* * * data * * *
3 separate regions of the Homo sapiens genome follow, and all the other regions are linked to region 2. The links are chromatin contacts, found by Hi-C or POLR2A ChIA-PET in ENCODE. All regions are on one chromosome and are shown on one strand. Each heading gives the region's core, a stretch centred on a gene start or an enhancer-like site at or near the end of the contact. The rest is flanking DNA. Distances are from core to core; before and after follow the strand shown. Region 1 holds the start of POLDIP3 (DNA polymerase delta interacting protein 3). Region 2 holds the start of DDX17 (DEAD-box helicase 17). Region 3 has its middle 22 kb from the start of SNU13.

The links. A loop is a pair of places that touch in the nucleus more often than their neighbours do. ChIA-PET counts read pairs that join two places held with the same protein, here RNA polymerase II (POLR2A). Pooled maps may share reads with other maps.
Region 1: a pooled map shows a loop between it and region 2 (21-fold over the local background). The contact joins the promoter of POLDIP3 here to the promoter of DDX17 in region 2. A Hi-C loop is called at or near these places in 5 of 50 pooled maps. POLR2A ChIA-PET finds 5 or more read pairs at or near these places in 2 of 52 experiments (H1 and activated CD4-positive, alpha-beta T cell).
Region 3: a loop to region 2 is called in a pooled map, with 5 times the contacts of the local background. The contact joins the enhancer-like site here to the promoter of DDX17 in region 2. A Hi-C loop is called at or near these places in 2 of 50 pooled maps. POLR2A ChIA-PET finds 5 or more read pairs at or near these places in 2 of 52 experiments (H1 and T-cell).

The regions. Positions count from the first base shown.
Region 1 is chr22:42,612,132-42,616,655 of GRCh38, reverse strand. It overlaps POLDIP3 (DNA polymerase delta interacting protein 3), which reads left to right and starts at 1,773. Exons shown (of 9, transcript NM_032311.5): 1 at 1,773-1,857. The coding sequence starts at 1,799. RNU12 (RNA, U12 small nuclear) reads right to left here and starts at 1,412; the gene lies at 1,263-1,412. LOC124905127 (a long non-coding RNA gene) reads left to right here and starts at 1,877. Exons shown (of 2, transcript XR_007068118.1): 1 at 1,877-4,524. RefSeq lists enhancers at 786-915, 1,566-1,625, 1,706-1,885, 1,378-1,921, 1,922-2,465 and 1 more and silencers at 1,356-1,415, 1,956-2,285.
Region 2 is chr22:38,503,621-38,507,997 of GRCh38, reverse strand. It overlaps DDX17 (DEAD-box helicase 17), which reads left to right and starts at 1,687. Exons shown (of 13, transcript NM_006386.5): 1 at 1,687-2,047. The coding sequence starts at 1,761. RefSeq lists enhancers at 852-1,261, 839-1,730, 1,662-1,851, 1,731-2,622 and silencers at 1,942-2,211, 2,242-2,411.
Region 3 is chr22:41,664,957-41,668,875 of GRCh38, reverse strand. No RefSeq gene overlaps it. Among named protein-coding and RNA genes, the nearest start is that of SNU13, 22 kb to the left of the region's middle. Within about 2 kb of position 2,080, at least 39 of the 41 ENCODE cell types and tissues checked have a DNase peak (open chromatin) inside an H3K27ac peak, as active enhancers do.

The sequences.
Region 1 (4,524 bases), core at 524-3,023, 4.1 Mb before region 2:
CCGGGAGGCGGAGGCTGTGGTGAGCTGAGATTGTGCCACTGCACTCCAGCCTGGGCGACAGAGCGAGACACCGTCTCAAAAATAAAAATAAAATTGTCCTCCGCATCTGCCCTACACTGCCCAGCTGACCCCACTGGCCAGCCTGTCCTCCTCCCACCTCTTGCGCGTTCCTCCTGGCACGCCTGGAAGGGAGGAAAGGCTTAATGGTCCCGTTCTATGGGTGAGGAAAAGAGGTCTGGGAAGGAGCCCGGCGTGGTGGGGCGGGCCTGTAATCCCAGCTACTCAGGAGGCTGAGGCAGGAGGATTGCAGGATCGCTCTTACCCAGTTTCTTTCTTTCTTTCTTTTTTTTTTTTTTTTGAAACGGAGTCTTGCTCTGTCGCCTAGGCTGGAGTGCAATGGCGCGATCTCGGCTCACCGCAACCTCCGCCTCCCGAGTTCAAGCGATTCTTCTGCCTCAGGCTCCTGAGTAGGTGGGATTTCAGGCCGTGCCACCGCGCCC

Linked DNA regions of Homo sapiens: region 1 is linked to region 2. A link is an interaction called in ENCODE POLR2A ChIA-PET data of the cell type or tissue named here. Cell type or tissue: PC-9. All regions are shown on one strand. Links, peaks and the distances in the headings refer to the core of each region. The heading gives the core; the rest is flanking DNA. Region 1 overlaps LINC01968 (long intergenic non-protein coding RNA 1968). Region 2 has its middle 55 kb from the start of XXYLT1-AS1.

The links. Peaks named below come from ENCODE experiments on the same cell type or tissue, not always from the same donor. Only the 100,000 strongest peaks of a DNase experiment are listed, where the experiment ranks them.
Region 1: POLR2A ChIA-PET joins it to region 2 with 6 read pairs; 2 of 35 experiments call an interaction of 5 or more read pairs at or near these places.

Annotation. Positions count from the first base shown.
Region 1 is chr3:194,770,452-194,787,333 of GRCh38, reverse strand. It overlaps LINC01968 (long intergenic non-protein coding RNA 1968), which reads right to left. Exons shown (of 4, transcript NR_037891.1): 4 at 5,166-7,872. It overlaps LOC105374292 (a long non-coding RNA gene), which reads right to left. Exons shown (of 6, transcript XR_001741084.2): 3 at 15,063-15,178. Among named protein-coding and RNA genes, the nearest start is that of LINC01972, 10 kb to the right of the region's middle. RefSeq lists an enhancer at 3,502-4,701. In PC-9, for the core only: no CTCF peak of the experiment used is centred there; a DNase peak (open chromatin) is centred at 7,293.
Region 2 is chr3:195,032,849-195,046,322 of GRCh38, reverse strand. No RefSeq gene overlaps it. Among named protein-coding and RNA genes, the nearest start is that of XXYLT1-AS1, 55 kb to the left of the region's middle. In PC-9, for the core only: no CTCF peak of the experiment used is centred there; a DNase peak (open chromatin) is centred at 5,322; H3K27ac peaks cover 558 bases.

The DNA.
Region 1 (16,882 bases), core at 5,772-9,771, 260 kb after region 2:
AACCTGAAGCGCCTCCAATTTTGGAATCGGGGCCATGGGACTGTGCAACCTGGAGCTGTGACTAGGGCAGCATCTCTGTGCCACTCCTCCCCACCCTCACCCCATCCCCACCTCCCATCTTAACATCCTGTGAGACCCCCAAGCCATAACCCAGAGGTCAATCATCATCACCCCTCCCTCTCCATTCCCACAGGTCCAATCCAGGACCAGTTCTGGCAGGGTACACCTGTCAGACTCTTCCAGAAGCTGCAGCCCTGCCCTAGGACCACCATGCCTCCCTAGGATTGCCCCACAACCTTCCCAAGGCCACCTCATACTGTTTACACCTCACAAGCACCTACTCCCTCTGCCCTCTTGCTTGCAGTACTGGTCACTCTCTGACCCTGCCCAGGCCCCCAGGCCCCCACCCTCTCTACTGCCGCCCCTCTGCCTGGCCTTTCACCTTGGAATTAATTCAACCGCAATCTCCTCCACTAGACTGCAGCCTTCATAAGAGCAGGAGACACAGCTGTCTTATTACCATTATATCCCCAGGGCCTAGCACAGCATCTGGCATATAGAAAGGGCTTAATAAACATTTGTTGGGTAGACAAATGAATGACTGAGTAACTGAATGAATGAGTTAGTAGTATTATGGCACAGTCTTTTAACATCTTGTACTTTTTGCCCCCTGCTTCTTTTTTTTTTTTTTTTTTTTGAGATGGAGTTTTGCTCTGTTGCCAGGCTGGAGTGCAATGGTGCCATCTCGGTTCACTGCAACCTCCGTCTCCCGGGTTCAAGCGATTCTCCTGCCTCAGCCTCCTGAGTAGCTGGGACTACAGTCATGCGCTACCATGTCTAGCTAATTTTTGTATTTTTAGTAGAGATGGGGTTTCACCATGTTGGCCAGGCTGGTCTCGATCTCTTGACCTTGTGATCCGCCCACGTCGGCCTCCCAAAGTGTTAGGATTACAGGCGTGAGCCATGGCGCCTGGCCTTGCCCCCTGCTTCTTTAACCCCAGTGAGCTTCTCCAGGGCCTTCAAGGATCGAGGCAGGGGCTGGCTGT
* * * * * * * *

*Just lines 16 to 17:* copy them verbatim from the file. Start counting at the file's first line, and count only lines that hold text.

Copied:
Region 1 is chr3:194,770,452-194,787,333 of GRCh38, reverse strand. It overlaps LINC01968 (long intergenic non-protein coding RNA 1968), which reads right to left. Exons shown (of 4, transcript NR_037891.1): 4 at 5,166-7,872. It overlaps LOC105374292 (a long non-coding RNA gene), which reads right to left. Exons shown (of 6, transcript XR_001741084.2): 3 at 15,063-15,178. Among named protein-coding and RNA genes, the nearest start is that of LINC01972, 10 kb to the right of the region's middle. RefSeq lists an enhancer at 3,502-4,701. In PC-9, for the core only: no CTCF peak of the experiment used is centred there; a DNase peak (open chromatin) is centred at 7,293.
Region 2 is chr3:195,032,849-195,046,322 of GRCh38, reverse strand. No RefSeq gene overlaps it. Among named protein-coding and RNA genes, the nearest start is that of XXYLT1-AS1, 55 kb to the left of the region's middle. In PC-9, for the core only: no CTCF peak of the experiment used is centred there; a DNase peak (open chromatin) is centred at 5,322; H3K27ac peaks cover 558 bases.